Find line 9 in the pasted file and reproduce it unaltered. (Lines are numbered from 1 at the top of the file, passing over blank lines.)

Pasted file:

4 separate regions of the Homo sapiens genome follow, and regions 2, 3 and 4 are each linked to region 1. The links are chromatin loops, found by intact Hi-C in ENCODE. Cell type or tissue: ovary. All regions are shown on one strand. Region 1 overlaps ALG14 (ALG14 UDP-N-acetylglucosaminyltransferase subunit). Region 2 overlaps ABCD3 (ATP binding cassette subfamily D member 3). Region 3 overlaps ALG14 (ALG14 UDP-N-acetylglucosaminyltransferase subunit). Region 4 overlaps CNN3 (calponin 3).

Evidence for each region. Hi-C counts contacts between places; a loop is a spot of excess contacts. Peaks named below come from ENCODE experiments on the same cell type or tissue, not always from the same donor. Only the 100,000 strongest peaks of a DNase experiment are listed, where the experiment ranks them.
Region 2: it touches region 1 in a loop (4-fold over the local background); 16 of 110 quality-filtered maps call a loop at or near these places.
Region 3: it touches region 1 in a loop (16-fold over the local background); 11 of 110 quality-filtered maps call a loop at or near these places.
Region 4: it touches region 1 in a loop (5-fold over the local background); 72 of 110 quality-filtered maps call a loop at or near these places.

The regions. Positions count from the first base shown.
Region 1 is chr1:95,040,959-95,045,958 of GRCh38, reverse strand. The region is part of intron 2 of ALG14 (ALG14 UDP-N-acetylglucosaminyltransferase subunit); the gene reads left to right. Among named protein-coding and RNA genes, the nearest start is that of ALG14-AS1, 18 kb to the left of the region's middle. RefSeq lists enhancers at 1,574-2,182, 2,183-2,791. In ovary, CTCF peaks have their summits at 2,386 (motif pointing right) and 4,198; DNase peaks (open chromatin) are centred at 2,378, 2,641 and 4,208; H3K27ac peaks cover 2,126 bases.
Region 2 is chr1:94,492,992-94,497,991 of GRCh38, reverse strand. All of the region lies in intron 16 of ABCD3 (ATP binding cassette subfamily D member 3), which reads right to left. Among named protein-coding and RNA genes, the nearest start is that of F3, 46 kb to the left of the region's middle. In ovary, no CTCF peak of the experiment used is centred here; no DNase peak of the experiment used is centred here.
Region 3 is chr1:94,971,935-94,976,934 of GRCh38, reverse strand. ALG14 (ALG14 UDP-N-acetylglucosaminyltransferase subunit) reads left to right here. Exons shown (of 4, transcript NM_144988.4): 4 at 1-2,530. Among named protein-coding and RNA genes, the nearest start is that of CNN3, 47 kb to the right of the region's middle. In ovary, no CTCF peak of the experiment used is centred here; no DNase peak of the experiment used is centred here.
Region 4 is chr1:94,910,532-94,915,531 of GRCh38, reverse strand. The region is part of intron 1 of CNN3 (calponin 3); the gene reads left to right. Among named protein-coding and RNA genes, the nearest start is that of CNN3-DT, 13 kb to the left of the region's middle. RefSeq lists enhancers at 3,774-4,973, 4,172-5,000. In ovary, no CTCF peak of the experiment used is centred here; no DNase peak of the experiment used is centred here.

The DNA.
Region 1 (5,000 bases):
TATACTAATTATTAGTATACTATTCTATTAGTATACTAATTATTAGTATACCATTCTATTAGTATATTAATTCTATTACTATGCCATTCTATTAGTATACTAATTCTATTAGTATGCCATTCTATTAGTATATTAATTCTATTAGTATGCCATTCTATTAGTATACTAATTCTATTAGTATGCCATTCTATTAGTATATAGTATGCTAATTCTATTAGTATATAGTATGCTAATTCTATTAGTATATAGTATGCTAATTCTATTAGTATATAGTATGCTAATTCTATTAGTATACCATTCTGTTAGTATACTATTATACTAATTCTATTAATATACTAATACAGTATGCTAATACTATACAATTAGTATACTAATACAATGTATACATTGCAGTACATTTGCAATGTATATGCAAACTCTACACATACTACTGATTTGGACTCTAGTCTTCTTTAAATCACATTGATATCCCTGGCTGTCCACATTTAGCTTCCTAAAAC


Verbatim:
Region 3 is chr1:94,971,935-94,976,934 of GRCh38, reverse strand. ALG14 (ALG14 UDP-N-acetylglucosaminyltransferase subunit) reads left to right here. Exons shown (of 4, transcript NM_144988.4): 4 at 1-2,530. Among named protein-coding and RNA genes, the nearest start is that of CNN3, 47 kb to the right of the region's middle. In ovary, no CTCF peak of the experiment used is centred here; no DNase peak of the experiment used is centred here.